Robbing Peter to Pay Paul

Growing up I used to hear this expression a lot from my singing teacher. It usually meant that I was doing something with my throat or voice which, while sounding good at the moment, could do long term damage to my vocal cords. I’ve been thinking about this expression a lot lately.

Ever since it came up during a discussion with friends. I was explaining how some of my medication I seemed to take in order to deal with the side effects of other medications. The conversation turned into a discussion of side effects and I mentioned how almost all of mine have increased risk of cancer listed. I joked that the meds I were taking risked me dying a slow and painful death, however I take them to avoid dying a slow and painful death now.

I joked that I’m robbing Peter to pay Paul.

And as I joked, I realized that there was truth there.

It’s the reality of chronic illness, of disability. So much of our day is about making decisions about how to manage our time and actions around our conditions and sometimes we have to make choices that harm us while they help us. This is especially true in the case of people who have multiple illnesses.

Not all of these exchanges are as severe as say risking cancer, but they all involve some level of exchange.

There are times where I choose to order fast food, using the overdraft protection on my account, in order to conserve my energy enough to be able to complete a paid task. Or to have enough energy to undertake a series of chores. I use money I don’t have in order to be able to make money, hopefully enough to pay off the amount borrowed for this purpose. I rob from myself in the hopes that I can pay myself.

Similarly, sometimes we have to use money we don’t really have to buy our uninsured medication. My mmj manages to be one of the only things that works consistently for my pain and nausea, and yet it is also the only one not covered by insurance. Being able to manage my symptoms is important, so instead of my payments on the credit card going to pay down the total balance owing, they end up going to pay for my meds. What choice do I have, when the alternative is being so sick as to be unable to do anything?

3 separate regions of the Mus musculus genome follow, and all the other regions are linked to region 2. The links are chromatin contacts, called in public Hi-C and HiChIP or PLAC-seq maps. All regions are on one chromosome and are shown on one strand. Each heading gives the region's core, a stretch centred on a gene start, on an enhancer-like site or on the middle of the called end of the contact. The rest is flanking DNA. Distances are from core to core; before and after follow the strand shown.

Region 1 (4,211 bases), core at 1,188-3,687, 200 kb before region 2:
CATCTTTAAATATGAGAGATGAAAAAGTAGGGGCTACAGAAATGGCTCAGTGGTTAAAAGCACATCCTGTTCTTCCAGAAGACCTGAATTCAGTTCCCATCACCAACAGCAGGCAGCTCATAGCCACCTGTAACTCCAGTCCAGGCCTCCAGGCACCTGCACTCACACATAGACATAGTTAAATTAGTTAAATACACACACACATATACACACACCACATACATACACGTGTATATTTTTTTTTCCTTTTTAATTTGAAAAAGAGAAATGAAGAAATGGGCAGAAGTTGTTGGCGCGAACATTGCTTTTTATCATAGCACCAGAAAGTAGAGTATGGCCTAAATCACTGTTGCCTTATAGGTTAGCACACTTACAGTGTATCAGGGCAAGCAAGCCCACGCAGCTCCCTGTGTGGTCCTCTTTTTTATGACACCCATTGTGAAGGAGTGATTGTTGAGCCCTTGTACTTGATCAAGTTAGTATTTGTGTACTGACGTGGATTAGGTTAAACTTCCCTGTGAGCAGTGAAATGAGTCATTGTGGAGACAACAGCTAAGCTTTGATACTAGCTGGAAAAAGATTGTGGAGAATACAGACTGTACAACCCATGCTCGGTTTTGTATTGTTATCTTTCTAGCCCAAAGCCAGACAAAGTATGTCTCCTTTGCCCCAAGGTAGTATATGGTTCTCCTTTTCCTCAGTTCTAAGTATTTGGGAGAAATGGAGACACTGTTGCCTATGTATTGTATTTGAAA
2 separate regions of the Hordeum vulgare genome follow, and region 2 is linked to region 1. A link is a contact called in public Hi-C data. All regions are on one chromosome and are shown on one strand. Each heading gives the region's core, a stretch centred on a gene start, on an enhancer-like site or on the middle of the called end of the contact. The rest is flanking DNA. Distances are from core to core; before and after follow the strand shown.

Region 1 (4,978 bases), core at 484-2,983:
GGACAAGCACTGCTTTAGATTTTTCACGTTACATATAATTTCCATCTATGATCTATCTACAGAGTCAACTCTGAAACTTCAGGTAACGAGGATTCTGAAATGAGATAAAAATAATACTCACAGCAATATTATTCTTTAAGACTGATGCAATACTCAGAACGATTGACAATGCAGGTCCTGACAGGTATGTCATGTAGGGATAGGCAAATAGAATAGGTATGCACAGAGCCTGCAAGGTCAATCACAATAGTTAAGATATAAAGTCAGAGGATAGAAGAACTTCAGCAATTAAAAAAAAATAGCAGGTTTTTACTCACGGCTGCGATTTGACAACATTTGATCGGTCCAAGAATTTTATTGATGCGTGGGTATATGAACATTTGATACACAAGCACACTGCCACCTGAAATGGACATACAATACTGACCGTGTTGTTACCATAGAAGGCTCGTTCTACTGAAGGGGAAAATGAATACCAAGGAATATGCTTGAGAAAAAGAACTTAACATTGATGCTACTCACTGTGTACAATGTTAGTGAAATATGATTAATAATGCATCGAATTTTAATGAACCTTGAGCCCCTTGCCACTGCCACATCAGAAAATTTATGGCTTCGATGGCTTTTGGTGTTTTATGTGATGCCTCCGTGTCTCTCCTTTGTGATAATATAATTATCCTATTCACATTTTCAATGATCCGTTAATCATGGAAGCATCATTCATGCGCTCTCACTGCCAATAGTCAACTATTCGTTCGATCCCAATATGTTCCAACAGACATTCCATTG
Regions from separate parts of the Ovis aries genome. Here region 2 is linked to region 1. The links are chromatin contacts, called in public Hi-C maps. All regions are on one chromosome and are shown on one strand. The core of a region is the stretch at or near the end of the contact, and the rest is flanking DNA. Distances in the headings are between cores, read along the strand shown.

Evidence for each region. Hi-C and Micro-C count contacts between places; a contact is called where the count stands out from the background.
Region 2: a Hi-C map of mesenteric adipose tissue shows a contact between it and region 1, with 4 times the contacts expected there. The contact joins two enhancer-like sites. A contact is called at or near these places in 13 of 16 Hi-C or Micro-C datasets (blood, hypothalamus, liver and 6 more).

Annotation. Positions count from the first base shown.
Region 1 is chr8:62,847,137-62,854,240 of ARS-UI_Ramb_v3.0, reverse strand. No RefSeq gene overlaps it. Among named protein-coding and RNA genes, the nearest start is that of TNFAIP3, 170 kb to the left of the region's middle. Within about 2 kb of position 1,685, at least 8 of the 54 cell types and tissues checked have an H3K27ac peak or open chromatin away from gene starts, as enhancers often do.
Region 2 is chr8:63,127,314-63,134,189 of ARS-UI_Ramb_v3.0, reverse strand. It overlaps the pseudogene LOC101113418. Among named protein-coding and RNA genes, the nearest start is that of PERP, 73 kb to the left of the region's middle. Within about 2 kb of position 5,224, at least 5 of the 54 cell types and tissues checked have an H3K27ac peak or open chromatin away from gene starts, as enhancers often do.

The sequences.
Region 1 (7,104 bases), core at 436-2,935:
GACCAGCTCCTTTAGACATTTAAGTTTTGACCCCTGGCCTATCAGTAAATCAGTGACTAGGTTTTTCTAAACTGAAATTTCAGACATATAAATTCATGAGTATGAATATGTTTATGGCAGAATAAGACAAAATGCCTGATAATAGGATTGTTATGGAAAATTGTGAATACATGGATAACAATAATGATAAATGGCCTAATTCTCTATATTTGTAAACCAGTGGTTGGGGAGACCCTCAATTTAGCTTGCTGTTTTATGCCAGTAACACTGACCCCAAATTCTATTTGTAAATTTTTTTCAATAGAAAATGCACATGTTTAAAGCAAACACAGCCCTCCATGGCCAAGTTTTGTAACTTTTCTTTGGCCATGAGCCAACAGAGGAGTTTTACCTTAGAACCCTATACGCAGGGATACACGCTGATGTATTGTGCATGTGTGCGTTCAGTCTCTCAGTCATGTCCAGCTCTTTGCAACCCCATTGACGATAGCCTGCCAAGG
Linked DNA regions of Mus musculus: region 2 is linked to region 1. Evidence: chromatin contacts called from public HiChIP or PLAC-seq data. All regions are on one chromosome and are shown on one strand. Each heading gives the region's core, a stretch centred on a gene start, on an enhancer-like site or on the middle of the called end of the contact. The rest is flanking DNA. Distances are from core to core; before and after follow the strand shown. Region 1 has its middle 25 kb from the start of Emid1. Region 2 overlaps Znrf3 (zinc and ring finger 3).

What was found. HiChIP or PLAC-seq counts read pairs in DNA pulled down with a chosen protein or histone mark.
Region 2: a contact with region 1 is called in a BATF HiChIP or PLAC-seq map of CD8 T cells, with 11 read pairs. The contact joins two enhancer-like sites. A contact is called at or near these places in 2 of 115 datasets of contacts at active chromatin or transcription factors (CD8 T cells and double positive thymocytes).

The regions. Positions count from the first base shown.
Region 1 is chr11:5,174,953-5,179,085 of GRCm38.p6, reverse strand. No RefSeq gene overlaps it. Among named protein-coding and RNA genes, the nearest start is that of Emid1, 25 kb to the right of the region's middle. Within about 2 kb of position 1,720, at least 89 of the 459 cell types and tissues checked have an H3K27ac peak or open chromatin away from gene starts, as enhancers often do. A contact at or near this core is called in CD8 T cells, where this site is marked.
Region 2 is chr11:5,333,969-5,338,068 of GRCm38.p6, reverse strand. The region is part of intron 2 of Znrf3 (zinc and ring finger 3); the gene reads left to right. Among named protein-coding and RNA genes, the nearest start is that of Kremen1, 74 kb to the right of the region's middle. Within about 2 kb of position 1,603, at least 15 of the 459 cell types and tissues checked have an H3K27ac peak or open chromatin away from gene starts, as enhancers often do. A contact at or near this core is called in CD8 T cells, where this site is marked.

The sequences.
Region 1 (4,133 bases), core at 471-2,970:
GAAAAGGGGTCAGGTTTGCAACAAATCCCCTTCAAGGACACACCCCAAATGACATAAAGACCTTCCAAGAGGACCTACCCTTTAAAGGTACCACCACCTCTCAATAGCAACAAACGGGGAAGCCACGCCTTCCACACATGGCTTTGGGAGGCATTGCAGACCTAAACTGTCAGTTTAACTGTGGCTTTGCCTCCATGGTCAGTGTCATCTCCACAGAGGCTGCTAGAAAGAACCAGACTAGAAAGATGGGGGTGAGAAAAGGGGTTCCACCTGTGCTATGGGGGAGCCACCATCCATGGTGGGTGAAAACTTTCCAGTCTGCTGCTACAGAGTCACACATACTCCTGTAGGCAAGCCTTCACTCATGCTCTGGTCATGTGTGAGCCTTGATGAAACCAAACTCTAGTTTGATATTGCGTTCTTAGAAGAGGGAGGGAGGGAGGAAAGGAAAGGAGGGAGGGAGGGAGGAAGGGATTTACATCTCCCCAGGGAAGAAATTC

Sometimes my disabilities conflict and something that helps one thing might hurt another. The diet that is best for my Crohn’s or which leaves me feeling less sick is also one which does not help with weight loss. This paired with frequent prednisone prescriptions mean that I gain weight. Increased weight however puts more pressure on my arthritic joints. Eating to reduce the pain of Crohn’s can lead to eventual pain from my arthritis. I’m robbing my hips to pay my digestive system.

Last year, while I was dealing with root canal related pain, the medication I was taking to control pain and symptoms also irritated my Crohn’s. The pain in my jaw was too severe to leave undulled, and this one did not respond at all to MMJ. The only thing that worked was a combination of Tylenol and Aleve. The problem is that Aleve is an NSAID which causes my Crohn’s to flare. In order to treat the pain in my jaw, I had to cause myself abdominal cramping and pain, and even bleeding.

Sometimes the compromises we make are not for the sake of treating conditions but rather in the interest of self-care. In a world that doesn’t prioritize, or even at times recognize, the needs of people with disabilities, going out for any reason can be a drain on your personal resources. I don’t necessarily mean in the sense of financial resources, but rather your personal energy reserves, your mental health reserves, and so forth. This is the case whether you are going out for work, for errands, or enjoyment.